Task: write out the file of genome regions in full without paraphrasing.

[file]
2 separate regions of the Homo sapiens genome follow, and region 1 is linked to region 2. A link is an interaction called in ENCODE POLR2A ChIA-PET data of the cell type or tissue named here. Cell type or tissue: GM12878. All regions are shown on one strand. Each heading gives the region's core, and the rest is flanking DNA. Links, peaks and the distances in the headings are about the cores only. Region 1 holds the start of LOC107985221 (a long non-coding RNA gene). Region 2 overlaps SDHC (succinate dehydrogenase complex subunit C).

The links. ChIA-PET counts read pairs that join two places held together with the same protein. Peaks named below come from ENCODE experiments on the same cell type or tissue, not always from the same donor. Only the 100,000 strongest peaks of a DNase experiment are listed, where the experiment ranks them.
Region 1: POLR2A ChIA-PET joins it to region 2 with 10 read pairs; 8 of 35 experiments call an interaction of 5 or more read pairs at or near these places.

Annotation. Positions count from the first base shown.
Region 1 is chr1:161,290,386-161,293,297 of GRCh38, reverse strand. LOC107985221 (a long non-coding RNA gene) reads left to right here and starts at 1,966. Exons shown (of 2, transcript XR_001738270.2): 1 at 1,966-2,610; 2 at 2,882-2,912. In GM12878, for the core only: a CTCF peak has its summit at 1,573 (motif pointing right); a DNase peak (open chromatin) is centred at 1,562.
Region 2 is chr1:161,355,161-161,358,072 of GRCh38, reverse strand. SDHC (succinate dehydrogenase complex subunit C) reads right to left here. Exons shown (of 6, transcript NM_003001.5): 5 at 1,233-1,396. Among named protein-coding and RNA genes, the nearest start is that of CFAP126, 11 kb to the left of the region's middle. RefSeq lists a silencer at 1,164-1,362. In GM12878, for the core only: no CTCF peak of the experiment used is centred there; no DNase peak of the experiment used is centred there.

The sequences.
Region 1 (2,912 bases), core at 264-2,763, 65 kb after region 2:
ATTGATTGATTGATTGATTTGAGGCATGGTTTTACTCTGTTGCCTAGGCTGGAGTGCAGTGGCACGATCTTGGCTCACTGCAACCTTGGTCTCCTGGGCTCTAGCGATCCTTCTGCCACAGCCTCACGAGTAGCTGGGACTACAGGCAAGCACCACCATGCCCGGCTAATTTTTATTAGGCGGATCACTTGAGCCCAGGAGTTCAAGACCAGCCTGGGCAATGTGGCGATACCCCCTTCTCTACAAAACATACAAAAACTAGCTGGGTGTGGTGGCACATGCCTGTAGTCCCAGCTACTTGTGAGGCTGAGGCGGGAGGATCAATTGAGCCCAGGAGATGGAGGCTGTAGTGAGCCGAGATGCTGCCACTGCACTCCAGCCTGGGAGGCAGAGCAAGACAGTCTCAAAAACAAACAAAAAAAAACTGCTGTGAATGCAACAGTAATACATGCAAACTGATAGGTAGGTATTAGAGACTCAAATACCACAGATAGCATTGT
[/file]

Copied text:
2 separate regions of the Homo sapiens genome follow, and region 1 is linked to region 2. A link is an interaction called in ENCODE POLR2A ChIA-PET data of the cell type or tissue named here. Cell type or tissue: GM12878. All regions are shown on one strand. Each heading gives the region's core, and the rest is flanking DNA. Links, peaks and the distances in the headings are about the cores only. Region 1 holds the start of LOC107985221 (a long non-coding RNA gene). Region 2 overlaps SDHC (succinate dehydrogenase complex subunit C).

The links. ChIA-PET counts read pairs that join two places held together with the same protein. Peaks named below come from ENCODE experiments on the same cell type or tissue, not always from the same donor. Only the 100,000 strongest peaks of a DNase experiment are listed, where the experiment ranks them.
Region 1: POLR2A ChIA-PET joins it to region 2 with 10 read pairs; 8 of 35 experiments call an interaction of 5 or more read pairs at or near these places.

Annotation. Positions count from the first base shown.
Region 1 is chr1:161,290,386-161,293,297 of GRCh38, reverse strand. LOC107985221 (a long non-coding RNA gene) reads left to right here and starts at 1,966. Exons shown (of 2, transcript XR_001738270.2): 1 at 1,966-2,610; 2 at 2,882-2,912. In GM12878, for the core only: a CTCF peak has its summit at 1,573 (motif pointing right); a DNase peak (open chromatin) is centred at 1,562.
Region 2 is chr1:161,355,161-161,358,072 of GRCh38, reverse strand. SDHC (succinate dehydrogenase complex subunit C) reads right to left here. Exons shown (of 6, transcript NM_003001.5): 5 at 1,233-1,396. Among named protein-coding and RNA genes, the nearest start is that of CFAP126, 11 kb to the left of the region's middle. RefSeq lists a silencer at 1,164-1,362. In GM12878, for the core only: no CTCF peak of the experiment used is centred there; no DNase peak of the experiment used is centred there.

The sequences.
Region 1 (2,912 bases), core at 264-2,763, 65 kb after region 2:
ATTGATTGATTGATTGATTTGAGGCATGGTTTTACTCTGTTGCCTAGGCTGGAGTGCAGTGGCACGATCTTGGCTCACTGCAACCTTGGTCTCCTGGGCTCTAGCGATCCTTCTGCCACAGCCTCACGAGTAGCTGGGACTACAGGCAAGCACCACCATGCCCGGCTAATTTTTATTAGGCGGATCACTTGAGCCCAGGAGTTCAAGACCAGCCTGGGCAATGTGGCGATACCCCCTTCTCTACAAAACATACAAAAACTAGCTGGGTGTGGTGGCACATGCCTGTAGTCCCAGCTACTTGTGAGGCTGAGGCGGGAGGATCAATTGAGCCCAGGAGATGGAGGCTGTAGTGAGCCGAGATGCTGCCACTGCACTCCAGCCTGGGAGGCAGAGCAAGACAGTCTCAAAAACAAACAAAAAAAAACTGCTGTGAATGCAACAGTAATACATGCAAACTGATAGGTAGGTATTAGAGACTCAAATACCACAGATAGCATTGT